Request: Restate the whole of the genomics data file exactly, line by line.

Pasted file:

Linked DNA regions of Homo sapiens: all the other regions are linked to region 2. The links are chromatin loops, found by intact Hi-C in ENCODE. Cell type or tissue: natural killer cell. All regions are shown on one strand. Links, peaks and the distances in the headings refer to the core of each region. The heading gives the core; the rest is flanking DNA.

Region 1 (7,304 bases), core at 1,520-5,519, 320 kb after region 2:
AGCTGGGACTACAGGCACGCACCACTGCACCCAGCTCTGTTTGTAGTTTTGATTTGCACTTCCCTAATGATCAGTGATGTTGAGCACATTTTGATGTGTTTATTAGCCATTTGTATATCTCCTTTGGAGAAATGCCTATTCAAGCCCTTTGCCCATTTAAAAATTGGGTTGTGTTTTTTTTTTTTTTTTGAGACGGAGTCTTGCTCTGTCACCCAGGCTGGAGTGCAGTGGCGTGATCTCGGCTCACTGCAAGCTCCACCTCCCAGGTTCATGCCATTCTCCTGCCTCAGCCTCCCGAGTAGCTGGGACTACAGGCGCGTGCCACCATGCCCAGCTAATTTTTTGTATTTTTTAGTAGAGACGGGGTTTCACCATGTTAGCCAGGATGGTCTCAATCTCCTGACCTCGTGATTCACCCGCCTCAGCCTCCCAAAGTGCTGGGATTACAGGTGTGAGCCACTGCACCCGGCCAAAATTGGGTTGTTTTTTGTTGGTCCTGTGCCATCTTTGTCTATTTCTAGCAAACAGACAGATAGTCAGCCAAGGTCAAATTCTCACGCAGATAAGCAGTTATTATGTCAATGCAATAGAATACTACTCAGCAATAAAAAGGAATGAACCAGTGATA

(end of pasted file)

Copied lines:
Linked DNA regions of Homo sapiens: all the other regions are linked to region 2. The links are chromatin loops, found by intact Hi-C in ENCODE. Cell type or tissue: natural killer cell. All regions are shown on one strand. Links, peaks and the distances in the headings refer to the core of each region. The heading gives the core; the rest is flanking DNA.

Region 1 (7,304 bases), core at 1,520-5,519, 320 kb after region 2:
AGCTGGGACTACAGGCACGCACCACTGCACCCAGCTCTGTTTGTAGTTTTGATTTGCACTTCCCTAATGATCAGTGATGTTGAGCACATTTTGATGTGTTTATTAGCCATTTGTATATCTCCTTTGGAGAAATGCCTATTCAAGCCCTTTGCCCATTTAAAAATTGGGTTGTGTTTTTTTTTTTTTTTTGAGACGGAGTCTTGCTCTGTCACCCAGGCTGGAGTGCAGTGGCGTGATCTCGGCTCACTGCAAGCTCCACCTCCCAGGTTCATGCCATTCTCCTGCCTCAGCCTCCCGAGTAGCTGGGACTACAGGCGCGTGCCACCATGCCCAGCTAATTTTTTGTATTTTTTAGTAGAGACGGGGTTTCACCATGTTAGCCAGGATGGTCTCAATCTCCTGACCTCGTGATTCACCCGCCTCAGCCTCCCAAAGTGCTGGGATTACAGGTGTGAGCCACTGCACCCGGCCAAAATTGGGTTGTTTTTTGTTGGTCCTGTGCCATCTTTGTCTATTTCTAGCAAACAGACAGATAGTCAGCCAAGGTCAAATTCTCACGCAGATAAGCAGTTATTATGTCAATGCAATAGAATACTACTCAGCAATAAAAAGGAATGAACCAGTGATA